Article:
2. Disclaimers: Legally, in any trademark application, the person who seeks registration has to file a disclaimer. This disclaimer guarantees that, if ownership of the term is acquired, they will not consider people who are only using individual parts of the phrase in violation of Trademark Law. These parts are usually unregistrable. For example, in the application for Thread Bears®, we had to disclaim the term “bears.” “Bears” is an item that cannot be registered, since it is a generic word. So, if someone is just using the word “bears,” or “bear” for that matter, we cannot claim that they are in violation of our trademark. It would be a violation if it was any form of phrase in its entirety.
We are currently in litigation to acquire another trademark. A so-called “informant” of Trademark Law has taken it upon herself to announce that we had to disclaim “thread teds” and “thread bears” in our registration application to acquire “Thread Teds by Thread Bears.” She has improperly defined what disclaimers actually are.
The simplest way to explain it is this: the whole term may be registered, though individual parts of it may not be registered. This does not translate into genericness. Though some terms may not be registrable because they are generic (such as bears), other terms may not be registered because they are already owned. In disclaiming “thread bears” in this current application, it simply states that we cannot register the term “thread bears,” since it is already owned–by us. Trademark law verifies this in saying that NO disclaimer on ANY application voids out any existing registrations. Our ownership of Thread Bears® still stands. You may verify this rule here: http://www.bitlaw.com/source/15usc/1056.html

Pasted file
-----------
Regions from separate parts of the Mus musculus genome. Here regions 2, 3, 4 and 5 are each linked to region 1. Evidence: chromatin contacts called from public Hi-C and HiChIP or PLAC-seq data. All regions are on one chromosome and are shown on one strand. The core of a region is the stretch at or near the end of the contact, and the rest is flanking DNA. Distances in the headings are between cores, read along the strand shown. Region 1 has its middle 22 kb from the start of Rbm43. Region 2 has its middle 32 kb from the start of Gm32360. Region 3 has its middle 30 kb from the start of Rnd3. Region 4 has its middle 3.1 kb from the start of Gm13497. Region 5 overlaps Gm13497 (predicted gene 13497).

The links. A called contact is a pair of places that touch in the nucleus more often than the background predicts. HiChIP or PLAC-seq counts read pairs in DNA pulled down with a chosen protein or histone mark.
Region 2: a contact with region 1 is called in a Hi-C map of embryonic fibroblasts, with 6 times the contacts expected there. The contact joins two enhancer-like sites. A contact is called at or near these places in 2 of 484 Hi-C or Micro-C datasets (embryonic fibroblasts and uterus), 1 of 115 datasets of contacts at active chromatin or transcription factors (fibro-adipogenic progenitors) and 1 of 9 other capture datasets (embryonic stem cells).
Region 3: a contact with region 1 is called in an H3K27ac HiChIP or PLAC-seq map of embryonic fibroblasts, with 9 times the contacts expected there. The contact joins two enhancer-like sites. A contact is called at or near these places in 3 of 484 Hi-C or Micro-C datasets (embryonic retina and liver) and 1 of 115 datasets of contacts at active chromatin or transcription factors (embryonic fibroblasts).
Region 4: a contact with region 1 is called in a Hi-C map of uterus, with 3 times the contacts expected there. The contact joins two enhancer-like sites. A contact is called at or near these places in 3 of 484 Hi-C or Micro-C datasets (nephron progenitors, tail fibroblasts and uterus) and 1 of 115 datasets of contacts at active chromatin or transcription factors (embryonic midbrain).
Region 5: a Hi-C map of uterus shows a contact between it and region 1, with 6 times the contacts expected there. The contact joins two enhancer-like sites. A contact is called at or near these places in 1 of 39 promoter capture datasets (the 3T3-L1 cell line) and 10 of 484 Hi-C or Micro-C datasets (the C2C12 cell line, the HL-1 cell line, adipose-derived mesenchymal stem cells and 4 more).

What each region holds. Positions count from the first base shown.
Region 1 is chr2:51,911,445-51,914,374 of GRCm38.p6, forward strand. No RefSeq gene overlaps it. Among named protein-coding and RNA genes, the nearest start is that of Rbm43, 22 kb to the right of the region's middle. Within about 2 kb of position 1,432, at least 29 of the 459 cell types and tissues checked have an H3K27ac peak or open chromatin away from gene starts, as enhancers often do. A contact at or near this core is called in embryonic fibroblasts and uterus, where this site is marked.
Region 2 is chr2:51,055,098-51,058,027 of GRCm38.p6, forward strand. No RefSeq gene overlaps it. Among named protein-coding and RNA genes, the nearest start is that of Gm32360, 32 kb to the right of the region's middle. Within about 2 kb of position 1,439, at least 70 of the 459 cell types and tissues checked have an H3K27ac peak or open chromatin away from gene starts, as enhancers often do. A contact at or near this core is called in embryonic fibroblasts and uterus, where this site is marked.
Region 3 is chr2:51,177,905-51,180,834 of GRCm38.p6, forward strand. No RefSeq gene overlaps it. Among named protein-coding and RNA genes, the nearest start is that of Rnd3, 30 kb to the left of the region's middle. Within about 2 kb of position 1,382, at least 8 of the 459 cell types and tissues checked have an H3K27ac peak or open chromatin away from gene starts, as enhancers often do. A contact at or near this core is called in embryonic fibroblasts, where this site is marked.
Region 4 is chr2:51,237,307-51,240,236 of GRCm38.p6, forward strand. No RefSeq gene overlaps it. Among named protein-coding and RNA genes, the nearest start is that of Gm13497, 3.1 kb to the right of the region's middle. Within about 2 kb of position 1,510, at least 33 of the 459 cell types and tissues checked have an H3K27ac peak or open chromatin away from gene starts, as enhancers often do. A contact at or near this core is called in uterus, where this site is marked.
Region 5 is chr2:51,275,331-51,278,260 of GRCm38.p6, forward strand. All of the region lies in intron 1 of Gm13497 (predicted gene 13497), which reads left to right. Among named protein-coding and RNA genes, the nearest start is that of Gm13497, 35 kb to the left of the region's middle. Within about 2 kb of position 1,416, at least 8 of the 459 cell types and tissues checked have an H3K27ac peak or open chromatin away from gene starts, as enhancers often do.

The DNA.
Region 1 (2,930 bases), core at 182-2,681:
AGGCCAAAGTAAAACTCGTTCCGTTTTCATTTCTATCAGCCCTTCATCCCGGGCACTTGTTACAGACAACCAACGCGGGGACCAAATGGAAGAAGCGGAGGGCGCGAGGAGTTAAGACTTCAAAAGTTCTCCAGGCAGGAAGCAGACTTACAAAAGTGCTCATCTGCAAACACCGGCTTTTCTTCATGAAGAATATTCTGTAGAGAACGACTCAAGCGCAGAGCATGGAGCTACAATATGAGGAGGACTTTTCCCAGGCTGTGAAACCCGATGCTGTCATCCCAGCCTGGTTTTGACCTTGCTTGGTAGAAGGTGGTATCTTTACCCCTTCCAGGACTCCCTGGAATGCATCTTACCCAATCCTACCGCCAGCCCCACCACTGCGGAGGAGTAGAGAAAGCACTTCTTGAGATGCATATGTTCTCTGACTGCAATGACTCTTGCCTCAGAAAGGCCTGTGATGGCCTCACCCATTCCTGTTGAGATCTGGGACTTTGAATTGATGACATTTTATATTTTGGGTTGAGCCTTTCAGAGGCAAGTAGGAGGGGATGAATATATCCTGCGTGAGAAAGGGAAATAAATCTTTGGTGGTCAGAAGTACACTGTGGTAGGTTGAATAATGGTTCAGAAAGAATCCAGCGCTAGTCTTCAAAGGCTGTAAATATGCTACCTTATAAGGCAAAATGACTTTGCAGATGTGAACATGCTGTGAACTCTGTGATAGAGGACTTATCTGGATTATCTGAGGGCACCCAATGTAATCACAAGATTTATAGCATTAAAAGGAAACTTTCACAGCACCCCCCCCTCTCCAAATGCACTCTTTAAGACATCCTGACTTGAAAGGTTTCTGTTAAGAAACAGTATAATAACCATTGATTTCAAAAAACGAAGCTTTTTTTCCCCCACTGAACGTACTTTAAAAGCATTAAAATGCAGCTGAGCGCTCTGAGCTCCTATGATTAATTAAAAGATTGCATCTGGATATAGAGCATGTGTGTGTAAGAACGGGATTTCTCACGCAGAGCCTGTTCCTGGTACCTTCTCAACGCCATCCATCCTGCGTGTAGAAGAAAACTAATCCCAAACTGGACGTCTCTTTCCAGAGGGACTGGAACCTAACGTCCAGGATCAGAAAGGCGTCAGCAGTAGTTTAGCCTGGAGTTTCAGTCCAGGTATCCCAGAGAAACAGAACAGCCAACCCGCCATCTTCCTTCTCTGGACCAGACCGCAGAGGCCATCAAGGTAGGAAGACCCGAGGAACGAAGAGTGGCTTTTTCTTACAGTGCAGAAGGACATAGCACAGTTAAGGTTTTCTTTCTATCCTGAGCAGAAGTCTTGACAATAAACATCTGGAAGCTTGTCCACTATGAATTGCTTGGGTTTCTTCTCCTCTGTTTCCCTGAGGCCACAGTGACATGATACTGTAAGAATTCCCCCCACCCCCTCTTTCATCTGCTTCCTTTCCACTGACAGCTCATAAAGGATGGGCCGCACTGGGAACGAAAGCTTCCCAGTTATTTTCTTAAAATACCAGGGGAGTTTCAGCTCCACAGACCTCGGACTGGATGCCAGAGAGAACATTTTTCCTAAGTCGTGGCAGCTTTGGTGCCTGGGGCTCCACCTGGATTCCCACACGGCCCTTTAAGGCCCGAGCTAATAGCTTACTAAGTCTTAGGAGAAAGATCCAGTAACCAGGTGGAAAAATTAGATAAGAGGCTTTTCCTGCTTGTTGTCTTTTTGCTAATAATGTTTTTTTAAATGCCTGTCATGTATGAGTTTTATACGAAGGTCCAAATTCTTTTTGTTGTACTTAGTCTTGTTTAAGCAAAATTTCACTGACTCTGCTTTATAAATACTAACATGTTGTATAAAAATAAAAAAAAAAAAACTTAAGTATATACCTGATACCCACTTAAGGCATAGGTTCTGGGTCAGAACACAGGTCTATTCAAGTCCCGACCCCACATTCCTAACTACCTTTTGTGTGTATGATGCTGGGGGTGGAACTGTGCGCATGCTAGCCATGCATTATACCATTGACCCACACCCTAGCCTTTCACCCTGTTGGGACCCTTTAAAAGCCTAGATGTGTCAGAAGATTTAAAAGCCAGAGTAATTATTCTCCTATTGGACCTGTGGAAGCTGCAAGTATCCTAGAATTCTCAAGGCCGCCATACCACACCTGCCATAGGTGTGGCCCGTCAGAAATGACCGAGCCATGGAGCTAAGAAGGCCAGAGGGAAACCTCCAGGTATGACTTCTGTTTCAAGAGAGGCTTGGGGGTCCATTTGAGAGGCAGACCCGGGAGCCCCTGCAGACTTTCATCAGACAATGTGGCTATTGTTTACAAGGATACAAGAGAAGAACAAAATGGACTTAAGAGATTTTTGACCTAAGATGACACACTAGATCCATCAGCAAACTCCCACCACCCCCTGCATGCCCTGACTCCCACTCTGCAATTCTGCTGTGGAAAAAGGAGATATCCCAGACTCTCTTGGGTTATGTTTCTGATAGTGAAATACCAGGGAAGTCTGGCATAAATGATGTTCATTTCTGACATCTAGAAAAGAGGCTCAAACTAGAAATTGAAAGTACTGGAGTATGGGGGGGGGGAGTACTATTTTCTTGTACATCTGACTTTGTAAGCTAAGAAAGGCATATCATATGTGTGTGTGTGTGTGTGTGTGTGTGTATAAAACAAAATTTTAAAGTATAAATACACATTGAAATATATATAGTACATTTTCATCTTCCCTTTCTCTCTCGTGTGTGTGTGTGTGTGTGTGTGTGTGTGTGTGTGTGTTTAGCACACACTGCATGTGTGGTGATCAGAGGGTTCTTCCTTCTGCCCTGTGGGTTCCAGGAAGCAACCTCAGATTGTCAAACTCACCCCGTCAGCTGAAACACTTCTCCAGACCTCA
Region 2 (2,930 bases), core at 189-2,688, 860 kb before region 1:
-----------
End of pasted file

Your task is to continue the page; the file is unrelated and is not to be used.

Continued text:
3. Policing : There have been statements made recently that we have not been policing our mark. It is very difficult to run a business, handle litigation issues, and police trademark abuse. It is especially difficult to police when there is a multitude of misinformation being passed out to the public. Abuse of our trademark has been overwhelmingly encouraged by others. We now have an outside source policing our mark. Take note: we are not required by law to give warning to a person in violation of our trademark. Consider this a warning–we can have websites/auctions removed if there is anyone misusing our trademark, OR if you are maligning our business or ownership of the trademark, OR if you are spreading misinformation/gossip about our business or trademark on any site.